On June 17, 1971, President Richard Nixon announced that the United States was fighting a “War on Drugs.” Nixon declared that drug abuse was “public enemy number one in the United States,” a crisis that forced the federal government to realign massive resources toward enforcement of drug law and drug treatment. Two years later, Nixon established the Drug Enforcement Agency, which still oversees drug policy today.
Over forty years and $1 trillion of spending later, the War on Drugs is a controversial policy. In 2011, the self-appointed Global Commission on Drug Policy, consisting of political leaders and public intellectuals, released a report stating, “The global war on drugs has failed.” No president, however, has seriously challenged the policy, and spending on the program has increased annually.
US drug policy also affects the United States’ relationship with Mexico because Mexican drug traffickers sell in high quantities to Americans. As many as sixty thousand people have died in Mexico as a result of drug-related violence in the last six years, and Mexican officials have repeatedly called for a shift in the United States’ approach to drug law enforcement. Instead of employing significant resources toward low-level arrests, as the United States does now, Mexico hopes to “adjust the strategy [to] focus on certain type of crimes, like kidnapping, homicide, extortion.” This would require American cooperation in the form of relaxing low-level drug arrests.
While it is unlikely that either President Obama or Governor Romney would entirely reverse US drug policy if elected in 2012, they would take very different approaches going forward.
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The Obama Approach To The Drug War Is Working
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The Obama administration has indicated that it will publicly address the failures of the War on Drugs if it wins a second term. President Obama’s Director of U.S. National Drug Control Policy—or Drug Czar—R. Gil Kerlikowske has rejected the term “War on Drugs,” stating, “the Obama Administration supports a ‘third way’ approach because balanced drug policies such as those in Sweden have accomplished much for the countries that have implemented them.”Nearing the end of the administration’s first term, however, the rhetoric has changed more than the policy. In his Fiscal Year 2013 budget, Obama requested .6 billion for drug enforcement—the highest annual total yet. Short of a nationwide restructuring of drug policy, the president’s ability to affect the everyday implementation of drug laws is limited. So far, President Obama has emphasized judicial and penal reform. Currently the United States incarcerates a higher percentage of its population than any other country in the world, and 22 percent of those incarcerated in federal and state prisons are drug offenders. Obama hopes to begin to address these numbers. rnrnHe has supported alternatives to current detention strategies both in principle and as a cost-cutting technique. Specifically, he supports establishing of special drug courts and sentencing offenders to drug treatment programs rather than prisons. He also signed into law the Fair Sentencing Act, which reduces the disparity in sentencing of crack cocaine users as opposed to sentencing for cocaine users. rnrnThese judicial policy changes are cost-effective, pragmatic toward the goal of reducing drug use, and just. Incarceration costs approximately ,600 annually per inmate, so treatment programs and reduced mandatory minimums for sentencing will save taxpayer dollars. The RAND Corporation (a government-supported non-profit think tank), among others, has found repeatedly that drug policies prioritizing treatment over punishment are more effective, while costing less.rnrnFinally, Obama has made US drug policy more just by reducing a sentencing disparity that had unduly punished African Americans for decades. On the side of administrative policy, the most significant change Obama has made has been to curtail the domestic drug eradication program, called the U.S. National Guard Counterdrug program. Obama’s proposed Fiscal Year 2013 budget cuts spending on this program in half, which would reduce the demand for drug trafficking across the border from Mexico.rnrnIf reelected, Obama would take further steps to scale back the so-called War on Drugs. In addition to Drug Czar Kerlikowske’s rejection of that term, Secretary of State Hillary Clinton has also acknowledged that the United States holds much of the responsibility for the ongoing violence in Mexico. Obama has since expressed willingness to collaborate with Mexican leaders to change policy, but has not proposed a detailed plan to do so. In terms of the direction of drug policy as a whole, several Obama “aides and associates” have indicated that the President will bring drug policy to the forefront of the national discussion if he is reelected, but it is unclear what specific steps he would take, going forward. rnrnUnless drug policy suddenly finds itself thrust into the presidential debates—an unlikely prospect—American citizens (and people affected internationally) will have to wait and see, but Obama’s record suggests he will continue to scale back the War on Drugs, if only in relatively minor ways.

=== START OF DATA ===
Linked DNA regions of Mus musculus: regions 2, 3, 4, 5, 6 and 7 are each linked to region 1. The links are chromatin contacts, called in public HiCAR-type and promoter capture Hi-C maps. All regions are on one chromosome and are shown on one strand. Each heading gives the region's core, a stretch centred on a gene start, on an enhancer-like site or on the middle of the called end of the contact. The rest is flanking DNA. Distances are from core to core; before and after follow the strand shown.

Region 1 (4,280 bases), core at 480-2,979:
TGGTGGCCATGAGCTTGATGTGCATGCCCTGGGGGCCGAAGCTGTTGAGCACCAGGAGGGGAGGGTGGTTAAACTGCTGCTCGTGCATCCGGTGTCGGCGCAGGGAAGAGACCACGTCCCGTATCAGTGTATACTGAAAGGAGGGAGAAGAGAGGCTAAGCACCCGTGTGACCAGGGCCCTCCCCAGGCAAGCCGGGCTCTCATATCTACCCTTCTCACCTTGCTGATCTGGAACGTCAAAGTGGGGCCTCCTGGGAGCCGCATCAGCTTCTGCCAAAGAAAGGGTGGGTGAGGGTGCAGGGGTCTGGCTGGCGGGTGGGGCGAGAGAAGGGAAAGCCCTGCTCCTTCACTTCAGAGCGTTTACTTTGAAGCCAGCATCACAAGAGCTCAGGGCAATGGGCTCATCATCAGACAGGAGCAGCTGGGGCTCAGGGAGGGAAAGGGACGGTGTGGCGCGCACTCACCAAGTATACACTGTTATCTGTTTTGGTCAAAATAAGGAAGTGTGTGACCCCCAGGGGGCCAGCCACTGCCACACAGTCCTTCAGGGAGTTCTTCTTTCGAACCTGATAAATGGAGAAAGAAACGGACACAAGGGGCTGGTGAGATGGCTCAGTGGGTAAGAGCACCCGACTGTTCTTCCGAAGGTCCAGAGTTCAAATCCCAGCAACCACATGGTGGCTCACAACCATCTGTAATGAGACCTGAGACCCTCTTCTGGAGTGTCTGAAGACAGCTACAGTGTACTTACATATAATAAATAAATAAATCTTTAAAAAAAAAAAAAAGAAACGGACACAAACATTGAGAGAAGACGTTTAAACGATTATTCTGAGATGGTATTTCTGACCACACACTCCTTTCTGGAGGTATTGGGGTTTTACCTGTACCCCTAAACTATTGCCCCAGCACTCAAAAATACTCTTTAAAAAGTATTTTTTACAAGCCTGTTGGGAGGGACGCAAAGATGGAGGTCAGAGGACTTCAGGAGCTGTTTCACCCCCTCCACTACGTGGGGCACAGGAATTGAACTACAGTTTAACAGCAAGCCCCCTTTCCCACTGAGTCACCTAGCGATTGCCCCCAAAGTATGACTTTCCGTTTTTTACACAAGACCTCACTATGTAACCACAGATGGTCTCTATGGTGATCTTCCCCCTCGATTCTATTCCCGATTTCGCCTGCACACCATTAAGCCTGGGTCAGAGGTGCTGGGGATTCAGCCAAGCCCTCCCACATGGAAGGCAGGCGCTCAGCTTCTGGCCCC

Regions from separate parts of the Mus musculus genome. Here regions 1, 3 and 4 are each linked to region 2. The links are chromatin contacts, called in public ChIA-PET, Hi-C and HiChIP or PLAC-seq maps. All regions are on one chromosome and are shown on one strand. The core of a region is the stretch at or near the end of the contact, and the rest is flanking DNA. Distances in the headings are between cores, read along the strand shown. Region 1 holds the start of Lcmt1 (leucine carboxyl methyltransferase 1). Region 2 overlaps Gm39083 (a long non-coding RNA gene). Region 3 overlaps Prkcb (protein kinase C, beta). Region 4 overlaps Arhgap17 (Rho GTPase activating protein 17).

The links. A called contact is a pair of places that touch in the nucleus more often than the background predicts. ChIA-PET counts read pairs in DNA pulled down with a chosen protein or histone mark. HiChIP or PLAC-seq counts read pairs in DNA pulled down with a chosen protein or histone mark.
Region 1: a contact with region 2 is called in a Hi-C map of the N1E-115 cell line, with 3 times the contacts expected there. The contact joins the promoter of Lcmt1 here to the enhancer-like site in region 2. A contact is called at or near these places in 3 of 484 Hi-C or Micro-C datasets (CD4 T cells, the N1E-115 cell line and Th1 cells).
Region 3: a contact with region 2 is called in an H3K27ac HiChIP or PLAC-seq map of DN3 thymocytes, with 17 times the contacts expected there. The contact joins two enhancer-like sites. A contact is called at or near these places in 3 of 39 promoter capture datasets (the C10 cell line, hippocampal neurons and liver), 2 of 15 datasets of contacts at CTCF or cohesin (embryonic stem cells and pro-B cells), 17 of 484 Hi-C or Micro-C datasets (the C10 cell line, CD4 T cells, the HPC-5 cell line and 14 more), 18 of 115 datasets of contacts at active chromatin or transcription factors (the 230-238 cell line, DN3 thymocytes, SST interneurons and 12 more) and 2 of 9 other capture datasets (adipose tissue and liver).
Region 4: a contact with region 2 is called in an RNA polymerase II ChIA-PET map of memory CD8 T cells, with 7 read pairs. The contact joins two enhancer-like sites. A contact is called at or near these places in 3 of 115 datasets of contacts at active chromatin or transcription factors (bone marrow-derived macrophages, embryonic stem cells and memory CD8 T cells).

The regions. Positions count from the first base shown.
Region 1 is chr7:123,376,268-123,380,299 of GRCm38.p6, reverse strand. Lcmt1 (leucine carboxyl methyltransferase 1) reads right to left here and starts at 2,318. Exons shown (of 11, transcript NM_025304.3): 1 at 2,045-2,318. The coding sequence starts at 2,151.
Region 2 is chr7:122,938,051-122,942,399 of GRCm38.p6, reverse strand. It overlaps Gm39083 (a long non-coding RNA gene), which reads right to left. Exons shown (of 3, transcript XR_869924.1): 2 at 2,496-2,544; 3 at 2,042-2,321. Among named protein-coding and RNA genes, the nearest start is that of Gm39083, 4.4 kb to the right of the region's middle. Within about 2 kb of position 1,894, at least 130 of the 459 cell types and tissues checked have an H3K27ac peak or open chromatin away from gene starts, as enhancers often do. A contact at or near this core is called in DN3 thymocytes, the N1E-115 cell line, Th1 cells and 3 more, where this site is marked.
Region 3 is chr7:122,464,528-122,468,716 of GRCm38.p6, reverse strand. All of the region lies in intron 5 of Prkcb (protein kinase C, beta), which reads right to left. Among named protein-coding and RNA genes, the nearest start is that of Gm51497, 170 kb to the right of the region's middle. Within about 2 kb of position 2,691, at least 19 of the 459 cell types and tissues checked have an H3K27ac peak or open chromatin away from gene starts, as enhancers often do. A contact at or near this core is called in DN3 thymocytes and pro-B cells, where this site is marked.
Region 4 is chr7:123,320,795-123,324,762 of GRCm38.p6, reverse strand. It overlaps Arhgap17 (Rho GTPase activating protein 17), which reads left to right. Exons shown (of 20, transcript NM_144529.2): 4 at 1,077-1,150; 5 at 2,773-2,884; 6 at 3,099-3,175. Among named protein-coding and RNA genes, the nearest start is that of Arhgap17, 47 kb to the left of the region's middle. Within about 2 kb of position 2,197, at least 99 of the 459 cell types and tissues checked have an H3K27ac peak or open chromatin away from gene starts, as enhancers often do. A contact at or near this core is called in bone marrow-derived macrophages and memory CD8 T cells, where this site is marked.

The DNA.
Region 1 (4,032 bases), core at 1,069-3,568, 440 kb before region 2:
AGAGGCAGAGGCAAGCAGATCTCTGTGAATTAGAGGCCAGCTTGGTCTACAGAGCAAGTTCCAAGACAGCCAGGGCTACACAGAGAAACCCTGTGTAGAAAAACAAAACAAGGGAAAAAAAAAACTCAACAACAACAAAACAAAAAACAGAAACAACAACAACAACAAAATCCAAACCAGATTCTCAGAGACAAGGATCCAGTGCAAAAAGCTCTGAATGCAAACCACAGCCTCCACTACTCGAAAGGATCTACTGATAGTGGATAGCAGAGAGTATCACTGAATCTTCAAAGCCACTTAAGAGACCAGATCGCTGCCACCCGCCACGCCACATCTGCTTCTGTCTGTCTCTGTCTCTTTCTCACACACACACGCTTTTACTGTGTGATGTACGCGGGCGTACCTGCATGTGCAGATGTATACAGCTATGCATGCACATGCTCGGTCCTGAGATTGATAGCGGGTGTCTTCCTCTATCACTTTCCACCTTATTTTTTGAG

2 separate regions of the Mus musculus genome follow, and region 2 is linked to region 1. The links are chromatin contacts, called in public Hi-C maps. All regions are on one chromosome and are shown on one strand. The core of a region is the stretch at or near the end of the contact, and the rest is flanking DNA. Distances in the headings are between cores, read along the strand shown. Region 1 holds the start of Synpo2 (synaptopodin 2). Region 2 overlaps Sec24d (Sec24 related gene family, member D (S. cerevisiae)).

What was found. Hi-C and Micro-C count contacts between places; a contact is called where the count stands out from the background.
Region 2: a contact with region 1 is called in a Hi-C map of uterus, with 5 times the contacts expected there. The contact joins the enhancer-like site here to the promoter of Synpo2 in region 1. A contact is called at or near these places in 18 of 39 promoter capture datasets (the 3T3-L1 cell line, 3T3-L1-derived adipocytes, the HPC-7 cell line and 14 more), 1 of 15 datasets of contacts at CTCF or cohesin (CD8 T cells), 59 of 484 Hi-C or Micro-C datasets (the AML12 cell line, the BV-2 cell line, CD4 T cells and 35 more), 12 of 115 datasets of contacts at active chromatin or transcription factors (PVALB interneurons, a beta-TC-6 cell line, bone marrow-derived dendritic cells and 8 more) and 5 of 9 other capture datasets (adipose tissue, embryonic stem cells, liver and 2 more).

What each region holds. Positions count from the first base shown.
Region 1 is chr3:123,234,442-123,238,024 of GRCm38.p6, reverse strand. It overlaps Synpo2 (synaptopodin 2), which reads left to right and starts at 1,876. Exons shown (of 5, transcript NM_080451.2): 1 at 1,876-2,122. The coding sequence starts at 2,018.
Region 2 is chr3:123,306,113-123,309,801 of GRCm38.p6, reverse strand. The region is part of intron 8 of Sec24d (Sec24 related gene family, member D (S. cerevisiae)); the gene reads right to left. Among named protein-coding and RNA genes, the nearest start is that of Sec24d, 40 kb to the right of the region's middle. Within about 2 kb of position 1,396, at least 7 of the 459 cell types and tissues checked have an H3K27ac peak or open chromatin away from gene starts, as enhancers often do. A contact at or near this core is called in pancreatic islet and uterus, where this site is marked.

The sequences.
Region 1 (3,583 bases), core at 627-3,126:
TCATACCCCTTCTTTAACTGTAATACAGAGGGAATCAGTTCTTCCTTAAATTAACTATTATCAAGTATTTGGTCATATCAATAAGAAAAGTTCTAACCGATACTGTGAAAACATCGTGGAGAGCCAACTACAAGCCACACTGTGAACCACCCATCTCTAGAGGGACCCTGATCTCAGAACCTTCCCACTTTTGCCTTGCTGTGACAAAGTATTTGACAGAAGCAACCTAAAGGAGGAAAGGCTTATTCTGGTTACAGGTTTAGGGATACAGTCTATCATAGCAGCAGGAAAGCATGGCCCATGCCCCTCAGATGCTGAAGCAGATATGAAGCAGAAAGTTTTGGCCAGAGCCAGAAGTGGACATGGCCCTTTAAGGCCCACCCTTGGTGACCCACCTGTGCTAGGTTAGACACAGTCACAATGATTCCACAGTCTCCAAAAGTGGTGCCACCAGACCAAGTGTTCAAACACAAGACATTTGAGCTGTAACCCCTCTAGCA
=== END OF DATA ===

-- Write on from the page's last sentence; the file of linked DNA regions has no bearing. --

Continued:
Governor Romney would not scale back the War on Drugs, as he supports the punitive approach that characterizes drug policy in the status quo. Romney supports punitive strategies toward criminal justice in general, such as “three strikes and you’re out” laws, which impose mandatory sentences for people who have committed three offenses. Romney maintains that those who break current laws should be punished, and therefore has proposes that states should contract with for-profit prison companies to continue expanding prison populations in order to keep up with current rates of incarceration.rnrnIf larger prisons are necessary in order to keep drug users and dealers off the streets, then they are a necessary cost. Romney also has a record of preferring prohibitory policies over those that allow drug use with the intention of making it safer. For example, as Governor of Massachusetts, he vetoed a bill to allow the sale of syringes without a prescription. He has not since stated that he would take a different approach as president, and his position on marijuana use suggests that he would continue to support prohibitory laws. Romney has staunchly opposed calls to legalize and regulate marijuana, making a moral argument against such a change by claiming that pot legalization is simply a pet issue of a “pleasure-seeking generation that never grew up.”rnrnWhile President Obama has not supported the legalization of marijuana, Romney is stronger in calling for harsh penalties for marijuana users in order to demonstrate the seriousness of the crime. He has also gone further than Obama in his opposition to marijuana by coming out against the legalization of the drug for medical use. Like Obama, Romney has indicated a willingness to talk to Mexican leaders about collaboration and has admitted the need to address large-scale demand for drugs in the United States. rnrnWhen asked how to improve the War on Drugs, he stated, “We gotta stop the demand here in this country.” Additionally, he told the Hispanic Leadership Network that along with preventing demand through education, the United States needs to improve its control of the Mexican border. rnrnOverall, Mitt Romney supports the War on Drugs, while acknowledging some room for reform. He will try to control domestic demand for drugs by prohibiting their use, educating young people about their harms (as exemplified by his record as Governor of Massachusetts), and punishing those who break the law. Through education and regulation, the United States can win the War on Drugs, rather than appease drug growers, traffickers, dealers and users.